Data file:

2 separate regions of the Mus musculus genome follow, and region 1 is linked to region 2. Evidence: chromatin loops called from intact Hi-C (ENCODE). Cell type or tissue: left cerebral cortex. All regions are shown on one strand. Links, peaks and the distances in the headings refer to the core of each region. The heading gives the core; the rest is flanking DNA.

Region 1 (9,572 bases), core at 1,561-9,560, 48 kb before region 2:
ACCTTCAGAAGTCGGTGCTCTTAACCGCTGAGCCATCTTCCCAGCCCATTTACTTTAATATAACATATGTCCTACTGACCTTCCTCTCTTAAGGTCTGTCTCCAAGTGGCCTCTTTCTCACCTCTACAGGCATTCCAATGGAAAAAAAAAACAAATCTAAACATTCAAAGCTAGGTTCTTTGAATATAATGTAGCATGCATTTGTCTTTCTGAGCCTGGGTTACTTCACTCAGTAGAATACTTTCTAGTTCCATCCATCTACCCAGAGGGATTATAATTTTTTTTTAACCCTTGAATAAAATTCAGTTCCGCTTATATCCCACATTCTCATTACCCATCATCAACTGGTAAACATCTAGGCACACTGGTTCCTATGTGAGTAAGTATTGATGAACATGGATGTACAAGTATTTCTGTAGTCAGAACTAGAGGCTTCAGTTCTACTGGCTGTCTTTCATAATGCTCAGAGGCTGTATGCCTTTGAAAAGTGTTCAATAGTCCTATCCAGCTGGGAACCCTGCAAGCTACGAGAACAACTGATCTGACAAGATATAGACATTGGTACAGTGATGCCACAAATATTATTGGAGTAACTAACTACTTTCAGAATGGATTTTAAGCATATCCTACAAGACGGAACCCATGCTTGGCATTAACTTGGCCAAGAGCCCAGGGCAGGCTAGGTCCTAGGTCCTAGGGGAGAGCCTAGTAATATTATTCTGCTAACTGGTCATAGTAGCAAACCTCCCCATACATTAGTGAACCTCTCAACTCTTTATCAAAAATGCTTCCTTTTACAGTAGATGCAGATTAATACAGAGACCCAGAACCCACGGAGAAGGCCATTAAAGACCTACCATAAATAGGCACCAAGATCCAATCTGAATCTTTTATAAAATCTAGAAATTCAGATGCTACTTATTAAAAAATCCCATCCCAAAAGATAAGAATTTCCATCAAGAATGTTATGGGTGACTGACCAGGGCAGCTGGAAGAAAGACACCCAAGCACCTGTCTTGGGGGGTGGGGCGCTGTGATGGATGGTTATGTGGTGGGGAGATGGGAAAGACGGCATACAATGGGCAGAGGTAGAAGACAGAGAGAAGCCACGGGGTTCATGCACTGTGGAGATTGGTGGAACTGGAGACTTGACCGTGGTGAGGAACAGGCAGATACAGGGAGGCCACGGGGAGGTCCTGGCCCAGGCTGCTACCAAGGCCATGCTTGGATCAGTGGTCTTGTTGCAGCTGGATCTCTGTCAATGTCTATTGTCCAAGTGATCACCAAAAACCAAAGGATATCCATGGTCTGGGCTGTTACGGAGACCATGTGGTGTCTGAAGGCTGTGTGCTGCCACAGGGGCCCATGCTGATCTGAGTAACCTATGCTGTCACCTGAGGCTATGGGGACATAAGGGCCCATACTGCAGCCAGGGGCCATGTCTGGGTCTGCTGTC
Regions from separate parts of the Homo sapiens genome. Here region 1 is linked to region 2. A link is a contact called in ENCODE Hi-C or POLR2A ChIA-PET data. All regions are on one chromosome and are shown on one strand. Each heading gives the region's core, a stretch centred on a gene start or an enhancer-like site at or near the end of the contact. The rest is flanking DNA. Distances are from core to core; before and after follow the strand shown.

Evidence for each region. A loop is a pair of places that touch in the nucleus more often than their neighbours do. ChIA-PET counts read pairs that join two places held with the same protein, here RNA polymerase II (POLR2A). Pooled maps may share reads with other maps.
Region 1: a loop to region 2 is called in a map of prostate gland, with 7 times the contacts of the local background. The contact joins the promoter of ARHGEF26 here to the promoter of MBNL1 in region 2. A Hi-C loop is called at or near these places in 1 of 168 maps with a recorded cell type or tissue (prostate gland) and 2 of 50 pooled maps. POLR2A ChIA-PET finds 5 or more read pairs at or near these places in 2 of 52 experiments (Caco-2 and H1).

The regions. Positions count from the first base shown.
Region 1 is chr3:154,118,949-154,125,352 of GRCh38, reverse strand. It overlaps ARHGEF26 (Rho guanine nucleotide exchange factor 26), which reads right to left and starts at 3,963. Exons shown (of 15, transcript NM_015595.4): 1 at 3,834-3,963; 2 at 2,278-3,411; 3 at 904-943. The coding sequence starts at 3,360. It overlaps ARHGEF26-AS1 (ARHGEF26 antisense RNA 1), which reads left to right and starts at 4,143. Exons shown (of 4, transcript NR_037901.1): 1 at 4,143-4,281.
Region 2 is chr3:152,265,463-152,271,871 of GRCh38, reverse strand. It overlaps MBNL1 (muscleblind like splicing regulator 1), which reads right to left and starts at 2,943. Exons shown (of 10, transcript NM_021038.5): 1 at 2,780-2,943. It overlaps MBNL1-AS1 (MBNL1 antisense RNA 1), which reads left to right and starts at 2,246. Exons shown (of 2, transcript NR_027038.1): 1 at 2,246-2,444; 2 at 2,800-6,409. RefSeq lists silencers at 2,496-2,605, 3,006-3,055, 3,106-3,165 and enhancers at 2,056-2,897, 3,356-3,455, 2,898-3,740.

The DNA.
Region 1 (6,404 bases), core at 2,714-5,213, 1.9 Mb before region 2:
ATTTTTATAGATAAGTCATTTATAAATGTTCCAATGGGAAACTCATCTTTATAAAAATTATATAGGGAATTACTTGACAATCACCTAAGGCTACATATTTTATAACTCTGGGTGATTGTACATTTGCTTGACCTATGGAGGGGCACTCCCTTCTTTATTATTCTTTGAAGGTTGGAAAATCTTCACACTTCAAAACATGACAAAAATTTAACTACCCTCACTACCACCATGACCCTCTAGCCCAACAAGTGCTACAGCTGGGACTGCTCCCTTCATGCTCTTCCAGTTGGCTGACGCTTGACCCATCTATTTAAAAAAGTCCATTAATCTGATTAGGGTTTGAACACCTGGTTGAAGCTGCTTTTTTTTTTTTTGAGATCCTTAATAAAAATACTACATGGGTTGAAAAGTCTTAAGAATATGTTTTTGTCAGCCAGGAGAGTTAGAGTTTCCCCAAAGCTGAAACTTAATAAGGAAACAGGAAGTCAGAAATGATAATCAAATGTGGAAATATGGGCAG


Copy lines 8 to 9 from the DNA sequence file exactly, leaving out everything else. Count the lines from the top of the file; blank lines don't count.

Region 1 is chr3:154,118,949-154,125,352 of GRCh38, reverse strand. It overlaps ARHGEF26 (Rho guanine nucleotide exchange factor 26), which reads right to left and starts at 3,963. Exons shown (of 15, transcript NM_015595.4): 1 at 3,834-3,963; 2 at 2,278-3,411; 3 at 904-943. The coding sequence starts at 3,360. It overlaps ARHGEF26-AS1 (ARHGEF26 antisense RNA 1), which reads left to right and starts at 4,143. Exons shown (of 4, transcript NR_037901.1): 1 at 4,143-4,281.
Region 2 is chr3:152,265,463-152,271,871 of GRCh38, reverse strand. It overlaps MBNL1 (muscleblind like splicing regulator 1), which reads right to left and starts at 2,943. Exons shown (of 10, transcript NM_021038.5): 1 at 2,780-2,943. It overlaps MBNL1-AS1 (MBNL1 antisense RNA 1), which reads left to right and starts at 2,246. Exons shown (of 2, transcript NR_027038.1): 1 at 2,246-2,444; 2 at 2,800-6,409. RefSeq lists silencers at 2,496-2,605, 3,006-3,055, 3,106-3,165 and enhancers at 2,056-2,897, 3,356-3,455, 2,898-3,740.